Sunday, January 31, 2010

How are those resolutions coming along?

Well; perhaps we should call them "intentions." Instead of reading mostly works from past eras and not for the first time. I've exposed myself to some of the book-club perennials of the past few years and didn't think much of them. The three best books read thus far are Little Bird of Heaven (Joyce Carol Oates), Cloudsplitter (Russell Banks), and Old Filth (Jane Gardam). The links go to fair and informative reviews. The books came from the library. By far the best of these books was the Jane Gardam. I've place a hold on The Man in the Wooden Hat, which deals with some of the same Dickensian characters (including one named Veneering, a name seen by me elsewhere only in Our Mutual Friend). Am I singing at least one entire song every day and not repeating? Yes. Sometimes the song is unaccompanied and sometimes I'm singing along; so far that has been with Smokey Robinson and the Miracles (starting with From the Beginning). Am I whistling one entire song every day? Not every day. I still like the Swingin' Shepherd Blues, it turns out. If we're around and think of it, we very often listen to Swingin' Down the Lane and Rhythm Sweet and Hot from KNCT in Temple-Killeen. I'd forgotten how often Bing Crosby was recorded taking a lilting whistling break on his records. Singing makes the singer happy.

Saturday, January 30, 2010

In the pleasure grounds

The cold weather has taken its toll, but we do have flowers on the English peas, there are flower buds on some of the allium plants, Grand Primo and Montopolis narcissus are beginning to bloom, and we have enjoyed two each of these anemone flowers: fringed red with a central white ring and very fringed violet-blue or blue-violet. All the berries are gone from the lantanas, courtesy of hungry birds. We've carried potted cyclamens (the kind with the nice, spicy scent; not the kind that smells like balloons) and the sole surviving ancient geranium in and out a few times. Black-eyed Susan plants have lost some foliage; so have fennel plants. Not one of the various potted herbs has been at all distressed by any of the weather. The winds have brought down some leaves from the live oaks; this may mean that all the leaves will drop earlier this year than usual. I've seen leucojums in bloom in a neighbor's yard; leaves are only now just appearing in our demesne. Hyacinth leaves are showing themselves everywhere. Oxalis and anemone leaves have turned a bit pink or purple around the edges where the sugars they contain have been affected by the cold. Pansies and violas don't mind any of what we've experienced thus far. Delphinium leaves are reappearing and we may have some poppies this year. Calendula seedlings have not been adversely affected. It's too soon to tell whether the loquats were hit at a bad time for making fruit and whether the fig tree did all right. Two or three hollyhock plants are looking perky. The grass in Mack's yard has gone dormant, as had that out front quite a bit earlier. Surprisingly, the grass in the side yard remains quite green. Volunteer nasturtiums and clockvines have all vanished. Passionvine stays green. The squirrels dig in the compost pile seeking remains of the several pumpkins buried there. We can attribute much to extremely local microclimates. Since we plant so much, bulbs included, in a "natural" fashion (dug into or planted amidst the grass instead of in separate flower beds), the effect of emerging greenery and flowers against the ever more tan and colorless grass is very striking.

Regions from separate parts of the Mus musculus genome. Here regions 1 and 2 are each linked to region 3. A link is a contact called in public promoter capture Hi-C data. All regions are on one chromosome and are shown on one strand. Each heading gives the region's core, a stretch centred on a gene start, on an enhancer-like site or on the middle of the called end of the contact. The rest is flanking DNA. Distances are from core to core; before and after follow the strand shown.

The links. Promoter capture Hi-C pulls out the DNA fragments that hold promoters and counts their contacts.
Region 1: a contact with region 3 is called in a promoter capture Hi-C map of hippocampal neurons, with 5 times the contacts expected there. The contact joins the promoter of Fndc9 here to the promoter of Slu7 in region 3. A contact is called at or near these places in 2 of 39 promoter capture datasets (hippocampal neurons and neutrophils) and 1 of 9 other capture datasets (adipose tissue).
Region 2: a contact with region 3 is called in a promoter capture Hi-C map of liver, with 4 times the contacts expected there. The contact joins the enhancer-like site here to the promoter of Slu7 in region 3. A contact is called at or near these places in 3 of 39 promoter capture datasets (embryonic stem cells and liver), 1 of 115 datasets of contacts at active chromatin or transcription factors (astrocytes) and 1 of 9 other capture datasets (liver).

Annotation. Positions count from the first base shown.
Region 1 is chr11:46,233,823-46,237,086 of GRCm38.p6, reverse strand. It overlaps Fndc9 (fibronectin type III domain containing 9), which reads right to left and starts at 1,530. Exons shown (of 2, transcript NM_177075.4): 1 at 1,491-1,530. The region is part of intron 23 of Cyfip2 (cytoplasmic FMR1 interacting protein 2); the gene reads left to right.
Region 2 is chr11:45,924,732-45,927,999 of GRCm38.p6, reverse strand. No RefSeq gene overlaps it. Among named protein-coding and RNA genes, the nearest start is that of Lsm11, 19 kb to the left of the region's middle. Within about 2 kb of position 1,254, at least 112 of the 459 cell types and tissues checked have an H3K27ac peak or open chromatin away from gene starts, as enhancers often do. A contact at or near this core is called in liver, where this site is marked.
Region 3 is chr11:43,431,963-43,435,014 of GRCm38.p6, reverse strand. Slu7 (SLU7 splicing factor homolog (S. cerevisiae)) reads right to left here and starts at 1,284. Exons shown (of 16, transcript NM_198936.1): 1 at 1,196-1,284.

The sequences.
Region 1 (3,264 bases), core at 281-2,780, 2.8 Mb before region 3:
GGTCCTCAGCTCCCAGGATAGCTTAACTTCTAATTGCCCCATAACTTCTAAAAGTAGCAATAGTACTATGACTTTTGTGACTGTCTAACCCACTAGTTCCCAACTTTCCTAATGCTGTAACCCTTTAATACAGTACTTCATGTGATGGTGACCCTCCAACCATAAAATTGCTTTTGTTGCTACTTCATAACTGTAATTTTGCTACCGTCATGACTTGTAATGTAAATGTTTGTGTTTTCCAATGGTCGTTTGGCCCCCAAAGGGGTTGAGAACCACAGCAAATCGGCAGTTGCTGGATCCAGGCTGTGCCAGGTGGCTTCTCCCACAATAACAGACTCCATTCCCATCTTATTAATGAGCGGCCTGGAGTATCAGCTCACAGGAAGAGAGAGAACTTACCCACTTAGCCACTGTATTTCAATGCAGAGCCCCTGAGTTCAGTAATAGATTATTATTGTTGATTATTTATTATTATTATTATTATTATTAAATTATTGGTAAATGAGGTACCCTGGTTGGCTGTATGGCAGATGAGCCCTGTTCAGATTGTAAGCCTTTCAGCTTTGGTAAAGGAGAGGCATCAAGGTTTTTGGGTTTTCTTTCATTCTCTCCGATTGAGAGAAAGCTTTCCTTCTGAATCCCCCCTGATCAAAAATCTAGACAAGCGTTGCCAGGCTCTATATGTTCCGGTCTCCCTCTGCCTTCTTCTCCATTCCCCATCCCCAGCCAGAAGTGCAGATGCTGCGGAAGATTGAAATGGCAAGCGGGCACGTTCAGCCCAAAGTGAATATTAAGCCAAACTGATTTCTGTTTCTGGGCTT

Friday, January 29, 2010

Gaps no longer bridged

I love bridges and feel bad when they're closed or destroyed. We have some beauties along the Colorado River, some the sort that require one vehicle to wait while the other makes the crossing, since there's only one lane. I see that the Crown Point Bridge, a large and important truss bridge, was officially known as the Champlain Bridge. The image accompanying this entry is of a souvenir tee-shirt from the collapse of the Green Island Bridge in 1977. It happened when the ice was going out. This is part of the scan-o-rama series. Sorry about the wrinkles! The image is copyrighted by Dahl Taylor (this Dahl Taylor?). The legend says "blub."

Tuesday, January 05, 2010

There's a tune that goes with this

And I know it, but I don't find any on-line version of the tune.

Mother, may I go out to swim?
Yes, my darling daughter.
Hang your clothes on a hickory limb,
And don't go near the water.

This is the chorus of a stage song from 1908. Here's another reference (search and scroll down). This one implies that the verse is much older.

I go for long periods of time without thinking of this, and then suddenly it applies to a given situation and I remember it. I see that Lincoln Steffens quotes it in his autobiography and that I've posted about it before.